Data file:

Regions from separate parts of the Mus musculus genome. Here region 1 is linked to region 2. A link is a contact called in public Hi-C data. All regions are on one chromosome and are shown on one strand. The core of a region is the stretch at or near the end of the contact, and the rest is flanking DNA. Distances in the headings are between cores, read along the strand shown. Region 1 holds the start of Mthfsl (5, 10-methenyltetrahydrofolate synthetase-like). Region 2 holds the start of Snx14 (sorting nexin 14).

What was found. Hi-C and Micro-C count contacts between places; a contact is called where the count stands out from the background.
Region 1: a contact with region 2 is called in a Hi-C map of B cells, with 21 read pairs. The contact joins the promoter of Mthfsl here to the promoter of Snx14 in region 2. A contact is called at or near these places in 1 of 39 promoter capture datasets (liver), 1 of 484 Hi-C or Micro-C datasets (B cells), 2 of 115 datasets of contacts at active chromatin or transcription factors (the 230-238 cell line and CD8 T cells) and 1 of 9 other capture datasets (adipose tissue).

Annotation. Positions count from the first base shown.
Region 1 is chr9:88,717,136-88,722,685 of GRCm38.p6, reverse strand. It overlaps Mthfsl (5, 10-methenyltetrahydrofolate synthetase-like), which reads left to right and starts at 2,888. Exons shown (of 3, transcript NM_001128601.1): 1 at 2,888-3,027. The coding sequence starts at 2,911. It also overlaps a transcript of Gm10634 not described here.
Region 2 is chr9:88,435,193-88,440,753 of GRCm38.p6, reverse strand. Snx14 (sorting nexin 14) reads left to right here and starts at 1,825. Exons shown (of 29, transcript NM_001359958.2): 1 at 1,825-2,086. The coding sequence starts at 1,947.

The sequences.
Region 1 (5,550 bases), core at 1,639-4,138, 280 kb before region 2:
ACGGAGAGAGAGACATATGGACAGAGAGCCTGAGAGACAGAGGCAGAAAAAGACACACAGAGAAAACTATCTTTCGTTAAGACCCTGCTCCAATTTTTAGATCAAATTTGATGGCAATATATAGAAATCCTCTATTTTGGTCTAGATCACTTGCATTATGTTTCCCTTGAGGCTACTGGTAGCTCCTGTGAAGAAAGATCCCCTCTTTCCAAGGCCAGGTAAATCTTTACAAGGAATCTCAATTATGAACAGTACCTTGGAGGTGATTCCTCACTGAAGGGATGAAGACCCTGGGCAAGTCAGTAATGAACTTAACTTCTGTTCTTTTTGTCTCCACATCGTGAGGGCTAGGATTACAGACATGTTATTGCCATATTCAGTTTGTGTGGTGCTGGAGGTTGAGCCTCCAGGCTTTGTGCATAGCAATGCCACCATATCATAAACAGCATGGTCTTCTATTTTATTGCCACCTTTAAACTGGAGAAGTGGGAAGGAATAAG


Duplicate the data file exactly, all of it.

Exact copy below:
Regions from separate parts of the Mus musculus genome. Here region 1 is linked to region 2. A link is a contact called in public Hi-C data. All regions are on one chromosome and are shown on one strand. The core of a region is the stretch at or near the end of the contact, and the rest is flanking DNA. Distances in the headings are between cores, read along the strand shown. Region 1 holds the start of Mthfsl (5, 10-methenyltetrahydrofolate synthetase-like). Region 2 holds the start of Snx14 (sorting nexin 14).

What was found. Hi-C and Micro-C count contacts between places; a contact is called where the count stands out from the background.
Region 1: a contact with region 2 is called in a Hi-C map of B cells, with 21 read pairs. The contact joins the promoter of Mthfsl here to the promoter of Snx14 in region 2. A contact is called at or near these places in 1 of 39 promoter capture datasets (liver), 1 of 484 Hi-C or Micro-C datasets (B cells), 2 of 115 datasets of contacts at active chromatin or transcription factors (the 230-238 cell line and CD8 T cells) and 1 of 9 other capture datasets (adipose tissue).

Annotation. Positions count from the first base shown.
Region 1 is chr9:88,717,136-88,722,685 of GRCm38.p6, reverse strand. It overlaps Mthfsl (5, 10-methenyltetrahydrofolate synthetase-like), which reads left to right and starts at 2,888. Exons shown (of 3, transcript NM_001128601.1): 1 at 2,888-3,027. The coding sequence starts at 2,911. It also overlaps a transcript of Gm10634 not described here.
Region 2 is chr9:88,435,193-88,440,753 of GRCm38.p6, reverse strand. Snx14 (sorting nexin 14) reads left to right here and starts at 1,825. Exons shown (of 29, transcript NM_001359958.2): 1 at 1,825-2,086. The coding sequence starts at 1,947.

The sequences.
Region 1 (5,550 bases), core at 1,639-4,138, 280 kb before region 2:
ACGGAGAGAGAGACATATGGACAGAGAGCCTGAGAGACAGAGGCAGAAAAAGACACACAGAGAAAACTATCTTTCGTTAAGACCCTGCTCCAATTTTTAGATCAAATTTGATGGCAATATATAGAAATCCTCTATTTTGGTCTAGATCACTTGCATTATGTTTCCCTTGAGGCTACTGGTAGCTCCTGTGAAGAAAGATCCCCTCTTTCCAAGGCCAGGTAAATCTTTACAAGGAATCTCAATTATGAACAGTACCTTGGAGGTGATTCCTCACTGAAGGGATGAAGACCCTGGGCAAGTCAGTAATGAACTTAACTTCTGTTCTTTTTGTCTCCACATCGTGAGGGCTAGGATTACAGACATGTTATTGCCATATTCAGTTTGTGTGGTGCTGGAGGTTGAGCCTCCAGGCTTTGTGCATAGCAATGCCACCATATCATAAACAGCATGGTCTTCTATTTTATTGCCACCTTTAAACTGGAGAAGTGGGAAGGAATAAG